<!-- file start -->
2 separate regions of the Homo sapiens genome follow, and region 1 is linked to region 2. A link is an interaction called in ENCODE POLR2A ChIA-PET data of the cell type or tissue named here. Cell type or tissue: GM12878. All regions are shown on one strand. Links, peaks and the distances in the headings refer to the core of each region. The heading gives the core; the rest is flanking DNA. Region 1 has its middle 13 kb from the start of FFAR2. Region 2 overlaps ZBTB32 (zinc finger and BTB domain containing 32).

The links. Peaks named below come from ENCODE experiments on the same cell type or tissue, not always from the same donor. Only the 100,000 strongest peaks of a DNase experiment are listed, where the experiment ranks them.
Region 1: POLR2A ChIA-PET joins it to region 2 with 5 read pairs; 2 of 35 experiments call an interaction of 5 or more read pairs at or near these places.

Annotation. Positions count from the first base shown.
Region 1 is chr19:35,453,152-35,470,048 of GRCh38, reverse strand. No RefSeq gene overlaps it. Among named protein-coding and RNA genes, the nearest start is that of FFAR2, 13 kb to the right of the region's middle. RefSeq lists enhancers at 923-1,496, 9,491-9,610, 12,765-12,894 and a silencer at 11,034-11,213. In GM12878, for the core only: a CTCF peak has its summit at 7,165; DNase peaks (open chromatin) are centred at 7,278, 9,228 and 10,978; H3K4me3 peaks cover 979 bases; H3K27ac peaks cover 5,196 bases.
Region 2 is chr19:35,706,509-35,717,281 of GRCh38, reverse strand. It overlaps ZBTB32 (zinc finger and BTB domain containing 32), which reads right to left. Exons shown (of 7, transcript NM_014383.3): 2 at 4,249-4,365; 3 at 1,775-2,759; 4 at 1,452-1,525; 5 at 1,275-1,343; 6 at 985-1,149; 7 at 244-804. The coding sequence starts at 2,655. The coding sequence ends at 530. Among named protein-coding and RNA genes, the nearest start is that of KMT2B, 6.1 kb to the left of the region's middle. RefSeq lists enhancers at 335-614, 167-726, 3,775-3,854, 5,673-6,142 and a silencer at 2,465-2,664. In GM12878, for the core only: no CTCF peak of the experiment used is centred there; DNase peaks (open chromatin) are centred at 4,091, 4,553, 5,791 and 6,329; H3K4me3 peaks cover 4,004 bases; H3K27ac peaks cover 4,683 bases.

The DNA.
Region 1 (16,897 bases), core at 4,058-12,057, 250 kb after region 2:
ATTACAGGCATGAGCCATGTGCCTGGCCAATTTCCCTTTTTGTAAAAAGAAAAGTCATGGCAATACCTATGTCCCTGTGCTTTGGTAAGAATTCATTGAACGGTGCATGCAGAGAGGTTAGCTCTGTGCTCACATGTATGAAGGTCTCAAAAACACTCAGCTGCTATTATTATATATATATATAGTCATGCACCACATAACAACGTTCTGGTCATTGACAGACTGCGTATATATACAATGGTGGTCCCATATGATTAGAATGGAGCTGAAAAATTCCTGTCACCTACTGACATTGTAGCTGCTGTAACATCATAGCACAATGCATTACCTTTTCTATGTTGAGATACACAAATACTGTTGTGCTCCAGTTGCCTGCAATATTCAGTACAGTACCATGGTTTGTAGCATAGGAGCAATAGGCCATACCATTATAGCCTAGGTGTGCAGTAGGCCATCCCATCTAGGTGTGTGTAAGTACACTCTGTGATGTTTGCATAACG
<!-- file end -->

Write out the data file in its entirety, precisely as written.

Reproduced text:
2 separate regions of the Homo sapiens genome follow, and region 1 is linked to region 2. A link is an interaction called in ENCODE POLR2A ChIA-PET data of the cell type or tissue named here. Cell type or tissue: GM12878. All regions are shown on one strand. Links, peaks and the distances in the headings refer to the core of each region. The heading gives the core; the rest is flanking DNA. Region 1 has its middle 13 kb from the start of FFAR2. Region 2 overlaps ZBTB32 (zinc finger and BTB domain containing 32).

The links. Peaks named below come from ENCODE experiments on the same cell type or tissue, not always from the same donor. Only the 100,000 strongest peaks of a DNase experiment are listed, where the experiment ranks them.
Region 1: POLR2A ChIA-PET joins it to region 2 with 5 read pairs; 2 of 35 experiments call an interaction of 5 or more read pairs at or near these places.

Annotation. Positions count from the first base shown.
Region 1 is chr19:35,453,152-35,470,048 of GRCh38, reverse strand. No RefSeq gene overlaps it. Among named protein-coding and RNA genes, the nearest start is that of FFAR2, 13 kb to the right of the region's middle. RefSeq lists enhancers at 923-1,496, 9,491-9,610, 12,765-12,894 and a silencer at 11,034-11,213. In GM12878, for the core only: a CTCF peak has its summit at 7,165; DNase peaks (open chromatin) are centred at 7,278, 9,228 and 10,978; H3K4me3 peaks cover 979 bases; H3K27ac peaks cover 5,196 bases.
Region 2 is chr19:35,706,509-35,717,281 of GRCh38, reverse strand. It overlaps ZBTB32 (zinc finger and BTB domain containing 32), which reads right to left. Exons shown (of 7, transcript NM_014383.3): 2 at 4,249-4,365; 3 at 1,775-2,759; 4 at 1,452-1,525; 5 at 1,275-1,343; 6 at 985-1,149; 7 at 244-804. The coding sequence starts at 2,655. The coding sequence ends at 530. Among named protein-coding and RNA genes, the nearest start is that of KMT2B, 6.1 kb to the left of the region's middle. RefSeq lists enhancers at 335-614, 167-726, 3,775-3,854, 5,673-6,142 and a silencer at 2,465-2,664. In GM12878, for the core only: no CTCF peak of the experiment used is centred there; DNase peaks (open chromatin) are centred at 4,091, 4,553, 5,791 and 6,329; H3K4me3 peaks cover 4,004 bases; H3K27ac peaks cover 4,683 bases.

The DNA.
Region 1 (16,897 bases), core at 4,058-12,057, 250 kb after region 2:
ATTACAGGCATGAGCCATGTGCCTGGCCAATTTCCCTTTTTGTAAAAAGAAAAGTCATGGCAATACCTATGTCCCTGTGCTTTGGTAAGAATTCATTGAACGGTGCATGCAGAGAGGTTAGCTCTGTGCTCACATGTATGAAGGTCTCAAAAACACTCAGCTGCTATTATTATATATATATATAGTCATGCACCACATAACAACGTTCTGGTCATTGACAGACTGCGTATATATACAATGGTGGTCCCATATGATTAGAATGGAGCTGAAAAATTCCTGTCACCTACTGACATTGTAGCTGCTGTAACATCATAGCACAATGCATTACCTTTTCTATGTTGAGATACACAAATACTGTTGTGCTCCAGTTGCCTGCAATATTCAGTACAGTACCATGGTTTGTAGCATAGGAGCAATAGGCCATACCATTATAGCCTAGGTGTGCAGTAGGCCATCCCATCTAGGTGTGTGTAAGTACACTCTGTGATGTTTGCATAACG